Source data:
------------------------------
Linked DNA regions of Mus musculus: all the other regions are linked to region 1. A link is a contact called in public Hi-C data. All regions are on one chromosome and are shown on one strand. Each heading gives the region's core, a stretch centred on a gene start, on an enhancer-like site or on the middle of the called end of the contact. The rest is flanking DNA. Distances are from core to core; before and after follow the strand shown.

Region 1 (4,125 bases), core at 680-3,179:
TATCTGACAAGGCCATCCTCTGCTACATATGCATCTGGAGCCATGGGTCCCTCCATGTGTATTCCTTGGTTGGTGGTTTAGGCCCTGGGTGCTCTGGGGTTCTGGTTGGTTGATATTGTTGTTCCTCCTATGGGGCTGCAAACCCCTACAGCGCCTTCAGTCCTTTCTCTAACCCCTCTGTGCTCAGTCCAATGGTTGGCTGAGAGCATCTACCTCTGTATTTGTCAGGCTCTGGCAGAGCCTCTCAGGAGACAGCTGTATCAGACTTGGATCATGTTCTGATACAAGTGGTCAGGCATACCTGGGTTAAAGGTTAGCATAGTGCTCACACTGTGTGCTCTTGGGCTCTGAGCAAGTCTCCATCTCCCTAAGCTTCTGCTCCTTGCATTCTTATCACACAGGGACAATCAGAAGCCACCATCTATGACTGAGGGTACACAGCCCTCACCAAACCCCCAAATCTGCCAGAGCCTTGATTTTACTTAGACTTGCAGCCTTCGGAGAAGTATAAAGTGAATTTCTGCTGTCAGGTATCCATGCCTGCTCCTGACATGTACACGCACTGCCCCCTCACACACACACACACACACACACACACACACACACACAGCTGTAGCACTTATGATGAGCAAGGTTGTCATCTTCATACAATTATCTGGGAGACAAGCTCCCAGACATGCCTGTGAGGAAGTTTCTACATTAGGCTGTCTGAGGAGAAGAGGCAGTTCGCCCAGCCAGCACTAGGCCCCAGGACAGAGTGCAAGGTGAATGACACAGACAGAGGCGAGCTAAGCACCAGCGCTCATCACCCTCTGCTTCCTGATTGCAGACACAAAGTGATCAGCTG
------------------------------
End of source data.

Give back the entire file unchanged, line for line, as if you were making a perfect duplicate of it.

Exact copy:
Linked DNA regions of Mus musculus: all the other regions are linked to region 1. A link is a contact called in public Hi-C data. All regions are on one chromosome and are shown on one strand. Each heading gives the region's core, a stretch centred on a gene start, on an enhancer-like site or on the middle of the called end of the contact. The rest is flanking DNA. Distances are from core to core; before and after follow the strand shown.

Region 1 (4,125 bases), core at 680-3,179:
TATCTGACAAGGCCATCCTCTGCTACATATGCATCTGGAGCCATGGGTCCCTCCATGTGTATTCCTTGGTTGGTGGTTTAGGCCCTGGGTGCTCTGGGGTTCTGGTTGGTTGATATTGTTGTTCCTCCTATGGGGCTGCAAACCCCTACAGCGCCTTCAGTCCTTTCTCTAACCCCTCTGTGCTCAGTCCAATGGTTGGCTGAGAGCATCTACCTCTGTATTTGTCAGGCTCTGGCAGAGCCTCTCAGGAGACAGCTGTATCAGACTTGGATCATGTTCTGATACAAGTGGTCAGGCATACCTGGGTTAAAGGTTAGCATAGTGCTCACACTGTGTGCTCTTGGGCTCTGAGCAAGTCTCCATCTCCCTAAGCTTCTGCTCCTTGCATTCTTATCACACAGGGACAATCAGAAGCCACCATCTATGACTGAGGGTACACAGCCCTCACCAAACCCCCAAATCTGCCAGAGCCTTGATTTTACTTAGACTTGCAGCCTTCGGAGAAGTATAAAGTGAATTTCTGCTGTCAGGTATCCATGCCTGCTCCTGACATGTACACGCACTGCCCCCTCACACACACACACACACACACACACACACACACACACAGCTGTAGCACTTATGATGAGCAAGGTTGTCATCTTCATACAATTATCTGGGAGACAAGCTCCCAGACATGCCTGTGAGGAAGTTTCTACATTAGGCTGTCTGAGGAGAAGAGGCAGTTCGCCCAGCCAGCACTAGGCCCCAGGACAGAGTGCAAGGTGAATGACACAGACAGAGGCGAGCTAAGCACCAGCGCTCATCACCCTCTGCTTCCTGATTGCAGACACAAAGTGATCAGCTG